Track 8: “U.B.R. (Unauthorized Biography of Rakim)” produced by Nas


Another cornerstone of the retail version, “U.B.R.” puts Nas in pure fanboy mode. He hooked up the beat like Rakim did for “Microphone Fiend” and wrote the first ever biography of The 18th Letter. Again, Nas is looking backwards to a man who inspired him. My favorite part is that in a pre-Wikipedia age, Nas remembered all of the significant events, on and off record, with clear poignancy of Ra, and then when he breaks down Rakim’s discography, he says “Droped The R, then The 18th Letter, then . . . I think something . . . The Master.



Track 9: “Virgo” featuring Doug E. Fresh & Ludacris produced by Salaam Remi


Doug E. Fresh on the beat box, Nas and Luda doing their best Slick Rick impressions: I don’t know how you can be over 30 years old and not love the fact that this song exists. This is the end of the 1980’s suite of the album, where you got Run-DMC, Rakim, and Get Fresh Crew homages in a row from one of the greatest MC’s ever. This is why Street’s Disciple needed to be rearranged.



Track 10: “Remember the Times” produced by L.E.S. 


Like G Rap before him and Action Bronson after him, “Remember the Times” highlights one of Nas’s greatest skills as a Queens cat: being unbelievably vulgar and explicit about sex. The lyrics actually make me recoil in horror, as Nas recounts all of the ways he’s been defiling women for two decades. And then, he matter of factly uses this perverted list to prove to his then fiance Kelis that he has done some barely legal freaky shit, but none of it as good as the stuff the do together. This song makes me realize that Nas and Kelis’s sex life was probably the real life “Stapleton Sex.”



Track 11: “Bridging the Gap” featuring Olu Dara produced by Salaam Remi


Outside of Olu playing the horns on “Life’s a Bitch” and channeling Lou Rawls on the title cut, it’s hard to not be somewhat corny while “bridging the gap from the blues to jazz to rap.” But I still get the goosebumps hearing a rapper joyously going back and forth with his dad on a song because outside of Common’s “Pops Raps” series, dads get no love in rap.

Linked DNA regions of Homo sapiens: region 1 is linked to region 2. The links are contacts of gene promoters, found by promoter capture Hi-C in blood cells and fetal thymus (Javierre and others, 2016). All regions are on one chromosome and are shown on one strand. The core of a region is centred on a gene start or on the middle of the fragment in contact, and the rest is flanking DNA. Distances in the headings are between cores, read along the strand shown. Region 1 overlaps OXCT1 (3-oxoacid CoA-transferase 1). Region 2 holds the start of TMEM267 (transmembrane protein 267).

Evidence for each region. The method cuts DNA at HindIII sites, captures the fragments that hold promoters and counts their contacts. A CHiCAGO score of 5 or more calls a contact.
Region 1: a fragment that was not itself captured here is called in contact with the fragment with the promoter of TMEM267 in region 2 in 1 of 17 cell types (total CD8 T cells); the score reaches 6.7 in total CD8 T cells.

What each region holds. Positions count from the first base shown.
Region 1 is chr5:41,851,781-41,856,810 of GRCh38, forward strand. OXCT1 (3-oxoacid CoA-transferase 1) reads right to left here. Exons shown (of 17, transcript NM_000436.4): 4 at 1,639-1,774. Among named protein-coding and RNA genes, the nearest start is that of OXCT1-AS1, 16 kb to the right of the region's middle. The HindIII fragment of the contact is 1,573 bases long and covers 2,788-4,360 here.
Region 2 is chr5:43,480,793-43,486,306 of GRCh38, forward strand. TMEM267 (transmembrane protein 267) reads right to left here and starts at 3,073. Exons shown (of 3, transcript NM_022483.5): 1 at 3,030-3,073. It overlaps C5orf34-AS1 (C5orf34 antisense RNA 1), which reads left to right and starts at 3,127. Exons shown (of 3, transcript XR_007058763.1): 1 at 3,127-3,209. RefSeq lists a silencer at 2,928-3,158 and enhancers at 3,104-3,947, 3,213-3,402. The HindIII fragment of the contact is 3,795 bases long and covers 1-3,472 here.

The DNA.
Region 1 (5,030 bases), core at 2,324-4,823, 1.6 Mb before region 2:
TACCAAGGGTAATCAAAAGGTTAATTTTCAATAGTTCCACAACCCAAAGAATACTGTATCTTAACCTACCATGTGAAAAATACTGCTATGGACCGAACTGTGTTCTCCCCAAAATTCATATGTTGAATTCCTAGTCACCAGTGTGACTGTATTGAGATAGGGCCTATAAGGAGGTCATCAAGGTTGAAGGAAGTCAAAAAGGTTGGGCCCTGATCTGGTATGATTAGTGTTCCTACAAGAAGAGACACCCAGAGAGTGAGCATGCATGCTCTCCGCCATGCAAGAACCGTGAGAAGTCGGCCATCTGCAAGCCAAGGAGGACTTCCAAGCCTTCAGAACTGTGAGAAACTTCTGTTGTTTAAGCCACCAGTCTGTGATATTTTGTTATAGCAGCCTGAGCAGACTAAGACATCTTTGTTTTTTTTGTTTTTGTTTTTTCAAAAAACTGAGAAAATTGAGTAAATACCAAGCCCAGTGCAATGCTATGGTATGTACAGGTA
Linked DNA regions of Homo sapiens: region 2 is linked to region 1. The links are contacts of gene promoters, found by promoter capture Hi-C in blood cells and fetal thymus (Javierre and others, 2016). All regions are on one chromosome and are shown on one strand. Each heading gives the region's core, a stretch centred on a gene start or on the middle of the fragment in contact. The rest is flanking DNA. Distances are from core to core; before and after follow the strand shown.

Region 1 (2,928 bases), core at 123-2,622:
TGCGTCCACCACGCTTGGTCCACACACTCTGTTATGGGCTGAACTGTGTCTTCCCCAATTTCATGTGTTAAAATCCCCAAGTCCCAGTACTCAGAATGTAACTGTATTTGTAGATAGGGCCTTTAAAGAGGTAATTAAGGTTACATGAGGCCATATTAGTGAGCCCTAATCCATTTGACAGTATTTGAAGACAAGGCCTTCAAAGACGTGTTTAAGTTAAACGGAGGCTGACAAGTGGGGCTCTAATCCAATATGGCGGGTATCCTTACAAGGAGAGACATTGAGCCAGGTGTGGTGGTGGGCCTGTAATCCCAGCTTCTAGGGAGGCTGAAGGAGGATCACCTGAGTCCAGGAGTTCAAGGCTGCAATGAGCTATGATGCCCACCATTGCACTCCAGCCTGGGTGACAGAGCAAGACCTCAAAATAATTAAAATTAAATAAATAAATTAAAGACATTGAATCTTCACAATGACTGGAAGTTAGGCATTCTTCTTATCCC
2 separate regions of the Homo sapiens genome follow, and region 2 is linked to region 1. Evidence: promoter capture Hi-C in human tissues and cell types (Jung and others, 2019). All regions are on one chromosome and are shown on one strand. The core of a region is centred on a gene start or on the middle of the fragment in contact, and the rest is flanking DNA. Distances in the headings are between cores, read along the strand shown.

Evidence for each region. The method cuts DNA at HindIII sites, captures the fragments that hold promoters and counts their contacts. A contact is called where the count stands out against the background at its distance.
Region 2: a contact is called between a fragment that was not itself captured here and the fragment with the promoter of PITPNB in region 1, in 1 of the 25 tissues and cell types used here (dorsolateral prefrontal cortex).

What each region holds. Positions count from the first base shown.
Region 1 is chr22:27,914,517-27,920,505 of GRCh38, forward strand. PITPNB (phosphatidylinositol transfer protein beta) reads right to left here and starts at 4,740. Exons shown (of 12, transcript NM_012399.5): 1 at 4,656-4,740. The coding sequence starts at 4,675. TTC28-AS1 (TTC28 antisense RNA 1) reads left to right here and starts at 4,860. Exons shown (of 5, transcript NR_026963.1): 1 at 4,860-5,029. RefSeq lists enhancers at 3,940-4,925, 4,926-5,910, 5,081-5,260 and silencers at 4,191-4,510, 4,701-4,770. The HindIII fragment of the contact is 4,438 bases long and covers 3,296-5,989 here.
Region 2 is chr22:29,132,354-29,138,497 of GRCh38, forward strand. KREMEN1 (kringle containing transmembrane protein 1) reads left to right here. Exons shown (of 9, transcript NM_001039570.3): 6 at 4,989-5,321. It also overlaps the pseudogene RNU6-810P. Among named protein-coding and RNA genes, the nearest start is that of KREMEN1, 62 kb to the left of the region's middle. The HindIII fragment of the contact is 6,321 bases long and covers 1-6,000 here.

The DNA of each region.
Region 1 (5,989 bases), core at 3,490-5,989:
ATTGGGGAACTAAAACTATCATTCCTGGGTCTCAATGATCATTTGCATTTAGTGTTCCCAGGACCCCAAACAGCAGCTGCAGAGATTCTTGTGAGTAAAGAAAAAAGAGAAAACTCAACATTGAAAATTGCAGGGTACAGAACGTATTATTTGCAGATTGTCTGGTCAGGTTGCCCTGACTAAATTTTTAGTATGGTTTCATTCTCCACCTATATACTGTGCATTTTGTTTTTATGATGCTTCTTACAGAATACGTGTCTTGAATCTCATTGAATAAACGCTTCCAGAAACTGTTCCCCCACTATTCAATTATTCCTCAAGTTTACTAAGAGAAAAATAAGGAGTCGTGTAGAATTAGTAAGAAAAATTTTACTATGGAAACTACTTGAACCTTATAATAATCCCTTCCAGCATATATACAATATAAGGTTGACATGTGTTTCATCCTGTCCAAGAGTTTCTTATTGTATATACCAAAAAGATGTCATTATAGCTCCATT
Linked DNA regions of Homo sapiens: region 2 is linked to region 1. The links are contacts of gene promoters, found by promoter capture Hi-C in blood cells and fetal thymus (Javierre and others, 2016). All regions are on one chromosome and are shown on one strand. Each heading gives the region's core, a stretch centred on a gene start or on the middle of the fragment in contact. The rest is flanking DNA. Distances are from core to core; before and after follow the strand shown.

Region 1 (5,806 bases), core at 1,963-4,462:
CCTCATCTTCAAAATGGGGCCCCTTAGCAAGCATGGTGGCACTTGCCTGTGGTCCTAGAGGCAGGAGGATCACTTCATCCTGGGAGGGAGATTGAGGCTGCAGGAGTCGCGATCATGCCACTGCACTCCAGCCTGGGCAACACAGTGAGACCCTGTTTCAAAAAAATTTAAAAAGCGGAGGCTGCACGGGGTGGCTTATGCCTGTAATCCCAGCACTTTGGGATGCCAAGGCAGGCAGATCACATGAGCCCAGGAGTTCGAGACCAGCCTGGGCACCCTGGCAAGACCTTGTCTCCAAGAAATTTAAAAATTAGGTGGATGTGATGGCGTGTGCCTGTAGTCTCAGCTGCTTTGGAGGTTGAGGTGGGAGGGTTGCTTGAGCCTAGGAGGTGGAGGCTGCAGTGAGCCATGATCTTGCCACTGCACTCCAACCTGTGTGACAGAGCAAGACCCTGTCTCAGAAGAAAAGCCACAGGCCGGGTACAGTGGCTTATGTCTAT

Track 12: “War” featuring Keon Bryce produced by Salaam Remi


This song is a great example of Nas learning his limits at 30: he didn’t sing the hook on “War.” I was never a fan of his TJ Swann hooks, and thankfully Keon Bryce steps in to interpolate Little Anthony & The Imperials. Nas gets excited about his new life with Kelis on the first verse, then gets nostalgic about the birth of his daughter Destiny on the second verse. He also remembers that his baby mom needed to get yanked by her weave for disrespcting him during that time. He regrets having sex with her, but loves his daughter and how well she and Kelis get along. Nas isn’t the most sentimental guy on this song.



Track 13 & 14: “Intro/Message to the Feds, Sincerely We the People” produced by Chucky Thompson, Salaam Remi and L.E.S.


“The Hitchcock of hip hop since Big, Pac departed.” Check mate.

So there you have it–a lean, raw, grown up rap album. The retail version packages every single idea Nas had during the Street’s Disciple sessions, and that was the problem: cheesy R&B songs, painful collabos, and forced moments to make the album feel like an “event.” Street’s Disciple is not an event, it’s a love letter to the world of New York and hip hop Nas grew up on, where people got pushed on the train tracks, and Eric B & Rakim were recording “My Melody” just up the block in Queensbridge.